“The loss of hearing means a person can’t experience music in the conventional way,” she says. “I’ve always responded to bigger, bolder anthemic songs because I can feel them [the vibrations] in my body, and I want to be sure my music does this for deaf/HOH people and everyone.”

A Black woman wearing a black hijab and black and gold dress stands in between two men who are both wearing black pants and colorful jackets and necklaces

Amira Unplugged and other contestants on Becoming a Popstar

Amira Unplugged / MTV

In order to lift people’s spirits at the beginning of the pandemic, Amira began posting videos on TikTok of herself singing and using sign language so her music could reach her deaf fans as well. She was surprised by how quickly she was able to amass a large audience. It was through her videos that she caught the attention of a talent scout for MTV’s new music competition show for rising TikTok singers, Becoming a Popstar. After a three-month process, Amira was one of those picked to be a contestant on the show.

Becoming a Popstar, as Amira describes, is different from other music competition shows we’ve all come to know over the years. “Well, first of all, it’s all original music. There’s not a single cover,” she says. “We have to write these songs in like a day or two and then meet with our producers, meet with our directors. Every week, we are producing a full project for people to vote on and decide if they’d listen to it on the radio.”

To make sure her deaf/HOH audiences can feel her songs, she makes sure to “add more bass, guitar, and violin in unique patterns.” She also incorporates “higher pitch sounds with like chimes, bells, and piccolo,” because, she says, they’re easier to feel. “But it’s less about the kind of instrument and more about how I arrange the pattern of the song. Everything I do is to create an atmosphere, a sensation, to make my music a multi-sensory experience.”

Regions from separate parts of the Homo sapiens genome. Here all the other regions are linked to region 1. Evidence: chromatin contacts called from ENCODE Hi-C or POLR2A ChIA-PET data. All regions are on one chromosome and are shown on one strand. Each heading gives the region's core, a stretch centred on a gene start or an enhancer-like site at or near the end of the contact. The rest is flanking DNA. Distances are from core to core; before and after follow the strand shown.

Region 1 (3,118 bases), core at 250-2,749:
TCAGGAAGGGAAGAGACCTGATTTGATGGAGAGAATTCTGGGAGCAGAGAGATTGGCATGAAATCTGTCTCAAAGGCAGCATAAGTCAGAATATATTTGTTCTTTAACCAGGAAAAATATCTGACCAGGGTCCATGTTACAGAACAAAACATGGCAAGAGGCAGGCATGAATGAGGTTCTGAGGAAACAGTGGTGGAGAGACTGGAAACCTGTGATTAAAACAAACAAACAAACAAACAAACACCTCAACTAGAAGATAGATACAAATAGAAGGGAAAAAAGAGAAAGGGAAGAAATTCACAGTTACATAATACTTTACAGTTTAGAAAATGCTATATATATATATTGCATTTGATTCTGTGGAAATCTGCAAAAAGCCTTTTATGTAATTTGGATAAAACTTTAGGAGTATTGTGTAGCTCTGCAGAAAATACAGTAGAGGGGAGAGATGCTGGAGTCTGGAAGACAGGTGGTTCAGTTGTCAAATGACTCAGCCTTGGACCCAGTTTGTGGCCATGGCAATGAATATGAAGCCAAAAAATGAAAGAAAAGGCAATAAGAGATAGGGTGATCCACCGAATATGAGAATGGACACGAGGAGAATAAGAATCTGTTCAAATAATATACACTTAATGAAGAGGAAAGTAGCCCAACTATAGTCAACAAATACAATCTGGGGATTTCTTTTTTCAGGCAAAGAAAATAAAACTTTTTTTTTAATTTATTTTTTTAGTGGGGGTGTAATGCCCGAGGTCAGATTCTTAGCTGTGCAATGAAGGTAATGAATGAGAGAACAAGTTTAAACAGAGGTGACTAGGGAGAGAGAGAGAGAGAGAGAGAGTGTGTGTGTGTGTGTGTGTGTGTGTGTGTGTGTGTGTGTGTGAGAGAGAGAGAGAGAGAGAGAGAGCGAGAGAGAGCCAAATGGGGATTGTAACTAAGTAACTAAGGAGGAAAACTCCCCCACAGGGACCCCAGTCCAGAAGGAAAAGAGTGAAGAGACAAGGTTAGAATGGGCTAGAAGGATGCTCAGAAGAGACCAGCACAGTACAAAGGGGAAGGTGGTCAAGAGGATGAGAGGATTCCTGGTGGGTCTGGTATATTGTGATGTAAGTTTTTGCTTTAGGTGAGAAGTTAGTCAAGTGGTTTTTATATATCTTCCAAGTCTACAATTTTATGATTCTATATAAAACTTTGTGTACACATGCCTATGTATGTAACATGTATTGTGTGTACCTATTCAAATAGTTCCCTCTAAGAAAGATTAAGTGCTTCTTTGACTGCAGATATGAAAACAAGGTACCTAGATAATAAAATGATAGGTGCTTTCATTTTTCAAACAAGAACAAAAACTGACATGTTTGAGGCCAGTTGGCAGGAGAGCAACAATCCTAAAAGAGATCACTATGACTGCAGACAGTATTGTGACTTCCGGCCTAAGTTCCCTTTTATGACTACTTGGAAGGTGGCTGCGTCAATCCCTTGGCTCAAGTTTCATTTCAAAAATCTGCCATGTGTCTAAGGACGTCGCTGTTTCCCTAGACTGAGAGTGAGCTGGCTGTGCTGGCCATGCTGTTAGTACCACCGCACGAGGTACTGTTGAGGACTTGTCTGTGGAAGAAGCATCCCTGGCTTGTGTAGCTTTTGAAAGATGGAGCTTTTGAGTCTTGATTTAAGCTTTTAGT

She says that working alongside the judges–pop stars Joe Jonas and Becky G, and choreographer Sean Bankhead – has helped expand her artistry. “Joe was really more about the vocal quality and the timber and Becky was really about the passion of [the song] and being convinced this was something you believed in,” she says. “And what was really great about [our choreographer] Sean is that obviously he’s a choreographer to the stars – Lil Nas X, Normani – but he didn’t only focus on choreo, he focused on stage presence, he focused on the overall message of the song. And I think all those critiques week to week helped us hone in on what we wanted to be saying with our next song.”

As her star rises, it’s been both her Muslim faith and her friends, whom she calls “The Glasses Gang” (“because none of us can see!”), that continue to ground her. “The Muslim and the Muslima community have really gone hard [supporting me] and all these people have come together and I truly appreciate them,” Amira says. “I have just been flooded with DMs and emails and texts from [young muslim kids] people who have just been so inspired,” she says. “People who have said they have never seen anything like this, that I embody a lot of the style that they wanted to see and that the message hit them, which is really the most important thing to me.”

A Black woman wears a long, salmon pink hijab, black outfit and pink boots, smiling down at the camera with her arm outstretched to it.

Amira Unplugged

Amira Unplugged / MTV

Throughout the show’s production, she was able to continue to uphold her faith practices with the help of the crew, such as making sure her food was halal, having time to pray, dressing modestly, and working with female choreographers. “If people can accept this, can learn, and can grow, and bring more people into the fold of this industry, then I’m making a real difference,” she says.

Though she didn’t win the competition, this is only the beginning for Amira. Whether it’s on Becoming a Popstar or her videos online, Amira has made it clear she has no plans on going anywhere but up. “I’m so excited that I’ve gotten this opportunity because this is really, truly what I think I’m meant to do.”